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Please use this identifier to cite or link to this item: http://hdl.handle.net/1807/11184

Title: IgG-mediated Immune Suppression: the Effect on the Host Immune System
Authors: Brinc, Davor
Advisor: Lazarus, Alan H.
Department: Laboratory Medicine and Pathobiology
Keywords: Hemolytic Disease of the Newborn
Immunotherapy
Antibody-mediated immune suppression
Immune regulation
Issue Date: 30-Jul-2008
Abstract: One of the most effective immunological interventions for human disease prevention is the administration of anti-red blood cell (RBC) IgG, more specifically, anti-D IgG, for prevention of hemolytic disease of the fetus and newborn (HDN), a serious and potentially fatal condition caused by the maternal immune response against the Rhesus (Rh) blood group system D antigen on fetal RBC. Despite its widespread clinical use, the mechanism of the suppressive anti-RBC IgG effect is not fully understood. In a murine model of immunity to foreign RBCs, transfusion of mice with IgG-opsonized RBCs strongly attenuated the antibody response compared to transfusion of untreated RBCs. This model was used to study the anti-RBC IgG effect on the host immune response. Contrary to the predominant theories of the anti-D effect, here it is shown that IgG-mediated RBC clearance is not sufficient for the attenuation of antibody responses. IgG-opsonized RBCs internalized by the mononuclear phagocytic cells could stimulate T and B cell responses against RBC antigens. This thesis also shows that the adaptive tolerance at the T or B cell level is not the reason for the attenuation of the antibody response. Instead, IgG selectively prevented the appearance of antigen-primed RBC-specific B cells and, surprisingly, induced the host B cell response against the IgG in complex with RBCs. These results suggest that the inability of RBC-specific B cells to recognize and present RBC-specific epitopes may explain the inhibitory IgG effect.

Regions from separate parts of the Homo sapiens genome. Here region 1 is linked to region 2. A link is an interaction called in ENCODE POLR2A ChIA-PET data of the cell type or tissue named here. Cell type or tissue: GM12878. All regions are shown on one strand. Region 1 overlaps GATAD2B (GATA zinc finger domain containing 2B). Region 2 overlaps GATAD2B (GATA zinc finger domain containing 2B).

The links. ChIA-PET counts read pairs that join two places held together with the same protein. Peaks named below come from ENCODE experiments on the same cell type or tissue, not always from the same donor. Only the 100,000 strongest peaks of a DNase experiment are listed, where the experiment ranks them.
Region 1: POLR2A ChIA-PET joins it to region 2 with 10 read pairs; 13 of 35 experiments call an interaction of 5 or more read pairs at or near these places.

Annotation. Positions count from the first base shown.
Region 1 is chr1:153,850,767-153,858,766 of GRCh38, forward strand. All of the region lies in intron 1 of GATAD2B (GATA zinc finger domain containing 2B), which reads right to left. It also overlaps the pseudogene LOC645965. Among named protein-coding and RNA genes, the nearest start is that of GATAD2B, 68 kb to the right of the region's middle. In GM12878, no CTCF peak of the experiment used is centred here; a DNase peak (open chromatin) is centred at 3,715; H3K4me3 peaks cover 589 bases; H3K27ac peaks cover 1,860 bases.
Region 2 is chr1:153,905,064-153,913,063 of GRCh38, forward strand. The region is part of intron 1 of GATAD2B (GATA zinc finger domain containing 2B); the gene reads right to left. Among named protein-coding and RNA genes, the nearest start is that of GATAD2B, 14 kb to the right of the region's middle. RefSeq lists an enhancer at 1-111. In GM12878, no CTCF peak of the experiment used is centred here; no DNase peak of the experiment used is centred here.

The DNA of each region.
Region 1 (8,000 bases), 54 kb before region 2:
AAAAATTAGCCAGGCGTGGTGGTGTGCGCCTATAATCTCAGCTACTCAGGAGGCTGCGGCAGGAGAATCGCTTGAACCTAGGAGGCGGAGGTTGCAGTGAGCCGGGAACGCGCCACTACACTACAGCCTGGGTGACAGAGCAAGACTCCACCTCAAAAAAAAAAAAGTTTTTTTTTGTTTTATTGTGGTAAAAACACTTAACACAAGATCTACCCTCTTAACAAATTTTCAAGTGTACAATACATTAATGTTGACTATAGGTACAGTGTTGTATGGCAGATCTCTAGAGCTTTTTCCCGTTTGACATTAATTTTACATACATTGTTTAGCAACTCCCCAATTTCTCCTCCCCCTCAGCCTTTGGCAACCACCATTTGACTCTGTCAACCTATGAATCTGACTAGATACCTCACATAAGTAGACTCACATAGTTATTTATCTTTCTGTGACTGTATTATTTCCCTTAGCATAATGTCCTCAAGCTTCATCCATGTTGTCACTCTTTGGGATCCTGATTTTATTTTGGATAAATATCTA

URI: http://hdl.handle.net/1807/11184
Appears in Collections:Doctoral
Department of Laboratory Medicine and Pathobiology - Doctoral theses

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